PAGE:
Parahat B’Shalach Commentary

I’m experimenting with podcasting, and this is my first podcast. I have to admit, learning the technical aspects has been an adventure. I’m still in the learning-a-new-thing fog. I have plenty to learn.

Input from experienced podcasters would be appreciated.

Music credit: “Music for Manatees” Kevin MacLeod (incompetech.com)
Licensed under Creative Commons: By Attribution 3.0
http://creativecommons.org/licenses/by/3.0/

Click here to listen.

Could the Christian Jesus be the Messiah?

Share this article on Farcebook

I thought I would take my tongue out of my cheek this morning and speak a little more plainly. Could the Christian Jesus be the Messiah? The Jesus portrayed in other articles of this blog is a parody of that Jesus — the blond-haired blue-eyed pork-eating Gentile. This Jesus is so ridiculous that readers know (I hope) there’s something amiss. But what about Jesus as he’s genuinely understood by Christians today? Satire aside, does he qualify to be the Messiah?

This isn’t going to be a scholarly article. If I start to footnote it and reference it properly, it will never see the light of day. So, we’ll keep it a work in progress, and an interaction with readers. If there are comments, questions or challenges, then I can flesh out issues at that time.

So, with that in mind, let’s roll.

Christians generally like to apply Deut. 18:5 to Jesus, claiming he is the “prophet like me” spoken of by Moses. Specifically, I think the passage is applied to Joshua, Moses’s immediate successor. If there is a New Testament passage which unequivicably links this passage to Jesus, I’d like to know what it is. Certainly the New Testament presents Jesus as the Prophet of prophets, but when, for example, Deut. 18 is alluded to in Acts 3:22, it seems that the speaker is referring to the prophetic tradition itself, and himself in particular. Read the passage, and see if you agree.

Still, Deut. 18 gives a very important guideline for identifying a prophet: the word which he speaks must be 100% accurate. Since Christians would overwhelmingly agree that Jesus passed this test, they do present him as qualifying for prophethood (and by extension, Messiahdom) in the regard. Where many of them shoot down their own argument is in jumping on this dispensationalist bandwagon that says that prophets can now mess up and it’s okay. No longer is it such a Bad Thing to say that God says X and have X turn out not to be true. These prophets are still learning to hear God and to exercise their prophetic gift, it is said.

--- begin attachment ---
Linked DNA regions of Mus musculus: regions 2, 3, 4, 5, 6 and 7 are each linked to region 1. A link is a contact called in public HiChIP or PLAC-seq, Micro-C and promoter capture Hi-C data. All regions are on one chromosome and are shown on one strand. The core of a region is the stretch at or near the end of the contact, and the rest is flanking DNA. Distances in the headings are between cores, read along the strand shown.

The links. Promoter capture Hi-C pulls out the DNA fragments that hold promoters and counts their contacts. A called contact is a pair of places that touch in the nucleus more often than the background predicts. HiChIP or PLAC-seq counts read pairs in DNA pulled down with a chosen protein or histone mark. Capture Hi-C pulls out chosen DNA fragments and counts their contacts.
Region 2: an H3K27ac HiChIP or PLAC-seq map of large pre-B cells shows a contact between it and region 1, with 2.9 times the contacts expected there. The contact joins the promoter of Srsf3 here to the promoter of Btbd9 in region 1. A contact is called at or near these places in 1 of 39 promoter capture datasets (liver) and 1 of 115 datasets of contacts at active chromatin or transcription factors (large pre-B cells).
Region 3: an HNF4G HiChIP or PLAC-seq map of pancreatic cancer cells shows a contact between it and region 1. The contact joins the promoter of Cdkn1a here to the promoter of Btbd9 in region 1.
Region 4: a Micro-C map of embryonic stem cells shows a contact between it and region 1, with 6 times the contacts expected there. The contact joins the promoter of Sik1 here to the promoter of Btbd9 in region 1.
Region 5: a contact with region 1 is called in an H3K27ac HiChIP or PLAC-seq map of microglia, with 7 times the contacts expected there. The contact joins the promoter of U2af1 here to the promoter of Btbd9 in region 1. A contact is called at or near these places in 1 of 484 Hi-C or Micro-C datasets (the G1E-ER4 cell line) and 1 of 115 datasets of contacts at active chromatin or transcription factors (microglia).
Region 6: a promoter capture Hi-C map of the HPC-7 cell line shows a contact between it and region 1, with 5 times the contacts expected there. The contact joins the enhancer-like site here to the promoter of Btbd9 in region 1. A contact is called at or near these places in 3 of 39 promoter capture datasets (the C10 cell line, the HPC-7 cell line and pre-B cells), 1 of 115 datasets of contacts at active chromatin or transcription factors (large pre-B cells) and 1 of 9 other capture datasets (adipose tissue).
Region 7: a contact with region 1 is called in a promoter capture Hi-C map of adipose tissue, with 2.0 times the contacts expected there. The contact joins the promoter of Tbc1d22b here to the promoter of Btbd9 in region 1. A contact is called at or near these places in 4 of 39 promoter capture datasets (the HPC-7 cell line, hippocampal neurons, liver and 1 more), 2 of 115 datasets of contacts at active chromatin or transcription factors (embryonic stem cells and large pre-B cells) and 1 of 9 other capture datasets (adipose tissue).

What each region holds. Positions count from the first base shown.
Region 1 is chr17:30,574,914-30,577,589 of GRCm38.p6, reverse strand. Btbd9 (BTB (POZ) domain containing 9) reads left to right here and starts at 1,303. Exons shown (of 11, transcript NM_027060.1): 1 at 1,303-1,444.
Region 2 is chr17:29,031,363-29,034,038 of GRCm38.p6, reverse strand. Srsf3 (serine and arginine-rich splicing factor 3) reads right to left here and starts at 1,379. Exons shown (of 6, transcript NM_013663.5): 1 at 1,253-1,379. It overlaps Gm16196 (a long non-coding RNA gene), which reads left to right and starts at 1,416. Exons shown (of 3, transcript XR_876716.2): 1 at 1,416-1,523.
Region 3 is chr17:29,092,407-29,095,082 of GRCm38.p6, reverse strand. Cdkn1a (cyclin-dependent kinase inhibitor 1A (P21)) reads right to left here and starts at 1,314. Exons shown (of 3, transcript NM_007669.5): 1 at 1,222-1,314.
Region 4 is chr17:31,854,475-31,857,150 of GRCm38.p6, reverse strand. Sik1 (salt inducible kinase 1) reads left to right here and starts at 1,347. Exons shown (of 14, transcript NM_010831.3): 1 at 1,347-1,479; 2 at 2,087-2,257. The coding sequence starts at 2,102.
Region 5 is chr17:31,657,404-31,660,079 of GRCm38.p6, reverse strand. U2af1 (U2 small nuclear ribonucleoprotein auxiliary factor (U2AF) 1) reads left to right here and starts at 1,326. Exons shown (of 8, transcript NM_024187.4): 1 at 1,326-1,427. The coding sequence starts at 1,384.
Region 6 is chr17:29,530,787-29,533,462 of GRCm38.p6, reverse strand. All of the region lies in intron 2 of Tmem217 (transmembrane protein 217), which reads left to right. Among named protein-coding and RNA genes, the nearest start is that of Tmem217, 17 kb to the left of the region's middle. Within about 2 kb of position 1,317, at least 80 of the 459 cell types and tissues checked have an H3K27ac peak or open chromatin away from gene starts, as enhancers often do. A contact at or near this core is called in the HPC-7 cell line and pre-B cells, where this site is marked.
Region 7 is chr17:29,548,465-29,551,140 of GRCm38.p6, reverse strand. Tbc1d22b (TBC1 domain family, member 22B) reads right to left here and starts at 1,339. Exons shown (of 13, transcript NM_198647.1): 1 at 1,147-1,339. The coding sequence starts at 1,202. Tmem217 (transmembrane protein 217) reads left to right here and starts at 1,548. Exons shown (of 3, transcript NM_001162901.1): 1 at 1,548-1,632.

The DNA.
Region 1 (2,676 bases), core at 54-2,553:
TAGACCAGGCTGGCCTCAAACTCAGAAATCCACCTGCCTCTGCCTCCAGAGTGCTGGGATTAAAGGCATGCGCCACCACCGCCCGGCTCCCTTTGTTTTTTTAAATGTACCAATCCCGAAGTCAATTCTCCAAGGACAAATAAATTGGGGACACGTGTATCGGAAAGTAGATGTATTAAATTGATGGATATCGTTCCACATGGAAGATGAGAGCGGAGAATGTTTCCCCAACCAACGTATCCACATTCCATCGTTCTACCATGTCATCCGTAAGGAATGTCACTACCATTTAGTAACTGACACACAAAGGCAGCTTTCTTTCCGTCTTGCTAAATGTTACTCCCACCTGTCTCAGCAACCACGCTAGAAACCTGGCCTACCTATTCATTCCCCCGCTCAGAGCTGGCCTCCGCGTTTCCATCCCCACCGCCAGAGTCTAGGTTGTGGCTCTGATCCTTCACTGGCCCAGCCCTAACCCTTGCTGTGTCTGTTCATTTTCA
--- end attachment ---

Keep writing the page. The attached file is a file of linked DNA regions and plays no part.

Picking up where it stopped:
So Jesus qualifies as a true prophet under obsolete criteria. There goes that testimony out the window.

Another prophet test, not often quoted, is Deut. 13. Here the prophet comes with all the bells and whistles, but is disqualified by his message. He says, “Let us go after other gods… and serve them” (vs. 2).  This is the Jesus present so often by Christians. No, this Jesus doesn’t say, “Let’s go after the Flying Spaghetti Monster.” But he does “entice you from the way in which the LORD your God commanded you to walk” (vs. 5).

How does he do this? By (apparently) freeing us from the Law of Moses. I can find no New Testament passage to support this notion, and plenty to oppose it.

I posed this question some time ago to an online forum: “Why do Christians eat pork when Isaiah 66 expressly forbids it?” One of the answers I received, presumably from someone who didn’t even look up Isaiah 66 to see what my point could possibly have been, was “We don’t follow Isaiah; we follow Jesus.”